One of the biggest issues to come out of last year’s #FeesMustFall protests is how many university students are excluded from studying because they are considered too rich for NSFAS and too poor to pay for their tuition on their own. So Student Representative Councils (SRCs) at a few campuses have stepped in to raise funds for this “missing middle”.
In January this year the Wits SRC launched the #Access campaign. Fasiha Hassan, the secretary general of the SRC said that the campaign has encountered a lot of difficulty since it has been launched. “We have had difficulty in getting funds from many corporates that we approached, but we have raised approximately R4 million thus far.” The fund is predominantly for students who are academically deserving and those who have outstanding fees. The fund also focuses on students who did not receive Nsfas funding but cannot afford university fees.
However, only about 10% of the Wits student population are NSFAS beneficiaries #Access
— Wits SRC (@WitsSRC) February 21, 2016
Academic,financial,accommodation, food security and more because as we know being intelligent isn’t good enough if you are poor #Access (11)
— Wits SRC (@WitsSRC) February 27, 2016
2. University of the Western Cape (UWC)
The UWC Ikamva Lethu (Our future) campaign was launched by the university’s SRC in February this year. Unathi Sigodi, the secretary general of the SRC, said, “The fund was launched to assist poor students who are struggling to get money to register or to continue with their studies.” Sigodi said the fund has collected an estimated R4,5 million now, and aims to collect R15 million by August.The SRC has a set of specific criteria that they use to decide which students qualify for funding, but would not disclose these to The Daily Vox.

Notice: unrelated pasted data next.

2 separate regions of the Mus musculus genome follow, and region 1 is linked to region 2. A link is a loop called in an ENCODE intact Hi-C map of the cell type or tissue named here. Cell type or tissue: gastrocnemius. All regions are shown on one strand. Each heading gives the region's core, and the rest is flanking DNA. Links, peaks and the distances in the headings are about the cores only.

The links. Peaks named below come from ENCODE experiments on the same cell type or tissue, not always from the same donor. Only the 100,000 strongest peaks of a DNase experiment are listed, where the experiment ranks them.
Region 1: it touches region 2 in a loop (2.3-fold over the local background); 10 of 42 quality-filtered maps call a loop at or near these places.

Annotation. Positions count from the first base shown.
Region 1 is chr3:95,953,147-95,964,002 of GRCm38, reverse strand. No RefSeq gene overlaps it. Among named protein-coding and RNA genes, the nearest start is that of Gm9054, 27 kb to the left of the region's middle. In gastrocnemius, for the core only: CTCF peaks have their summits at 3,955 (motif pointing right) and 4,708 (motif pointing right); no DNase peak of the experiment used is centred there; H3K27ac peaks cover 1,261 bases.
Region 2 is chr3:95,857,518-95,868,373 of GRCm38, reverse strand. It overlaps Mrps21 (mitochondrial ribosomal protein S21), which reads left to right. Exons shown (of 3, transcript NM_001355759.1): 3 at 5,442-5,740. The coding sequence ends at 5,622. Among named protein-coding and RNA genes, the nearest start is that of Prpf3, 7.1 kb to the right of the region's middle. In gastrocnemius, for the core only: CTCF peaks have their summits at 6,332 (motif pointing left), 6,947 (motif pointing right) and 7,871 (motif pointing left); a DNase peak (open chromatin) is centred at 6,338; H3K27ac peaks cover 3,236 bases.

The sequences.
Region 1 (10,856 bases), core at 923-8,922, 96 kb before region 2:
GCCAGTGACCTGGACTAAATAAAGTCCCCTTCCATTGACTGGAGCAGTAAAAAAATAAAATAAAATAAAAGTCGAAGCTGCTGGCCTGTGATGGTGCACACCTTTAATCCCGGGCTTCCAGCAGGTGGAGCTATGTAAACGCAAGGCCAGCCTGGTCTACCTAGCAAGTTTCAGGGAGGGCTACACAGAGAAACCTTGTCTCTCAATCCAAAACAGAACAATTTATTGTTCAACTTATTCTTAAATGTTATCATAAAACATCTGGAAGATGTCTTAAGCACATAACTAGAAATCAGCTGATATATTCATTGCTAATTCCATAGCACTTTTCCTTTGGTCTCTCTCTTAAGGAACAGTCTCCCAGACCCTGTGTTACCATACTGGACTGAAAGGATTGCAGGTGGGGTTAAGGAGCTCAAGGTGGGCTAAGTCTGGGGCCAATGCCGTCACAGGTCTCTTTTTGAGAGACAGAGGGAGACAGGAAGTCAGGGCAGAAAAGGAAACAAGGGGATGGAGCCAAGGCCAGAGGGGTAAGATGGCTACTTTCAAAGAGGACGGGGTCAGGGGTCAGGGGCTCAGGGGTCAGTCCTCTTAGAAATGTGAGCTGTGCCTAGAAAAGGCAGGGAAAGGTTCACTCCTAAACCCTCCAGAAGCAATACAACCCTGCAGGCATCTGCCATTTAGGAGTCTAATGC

— #iamUWC (@UWConline) April 5, 2016
3.University of the Free State (UFS)
Last year, the SRC launched the “Right to Learn” fundraising campaign, aimed to assist students who cannot pay their tuition fees. Lindokuhle Ntuli, president of the SRC, said,“The fund has managed to assist many students to register in January this year we raised over R1,2 million.” Ntuli said the campaign is still running and hoping to assist many students. They fund also raised R10, 000 for students who cannot afford textbooks. He said, “no student has been financially excluded this year because of the campaign”. He could not confirm the amount of money that has been raised by the campaign to date, but their goal was to raise R5 million by April this year.
SMS “UFS” to 40010 to be part of the change – every SMS costs R20 which will go to the Right to Learn campaign. #NoDeregistration2016 ✊
— Tsietso (@mafoso_tsietso) March 31, 2016
4. University of Kwazulu Natal (UKZN)
The “I Care UKZN” campaign was launched in January by students, for students under the leadership of the UKZN SRC. Senzo Ngidii, the central SRC president, said, “The aim was to get funding to assist students who were not funded by National Student Financial Aid Scheme but are doing well in their academics.” The campaign was launched in January this year and Ngidi said it has not been a success as planned, as the funds received have not been enough. They will be starting the campaign again in the second semester.
— Woyifak’ uyikhipha (@Nd1y1Tribal_Qha) January 29, 2016
5. Nelson Mandela Metropolitan University (NMMU)
The SRC at NMMU launched the #enablingDREAMS funding campaign in January. Nicholas Nyati, president of the SRC said that the campaign was launched specifically for students who are registered with a down payment exemption. “Down payment exemption is free registration but most of these students are rejected by National Student Financial Aid Scheme and they do not have money for food and textbooks.” The campaign has raised R180, 000 from ordinary citizens and students. Nyati said the campaign will have a second phase in the second semester, where they will reach out to business and host events to raise the necessary funds.
— K.Essential Jakalase (@KJakalase) March 8, 2016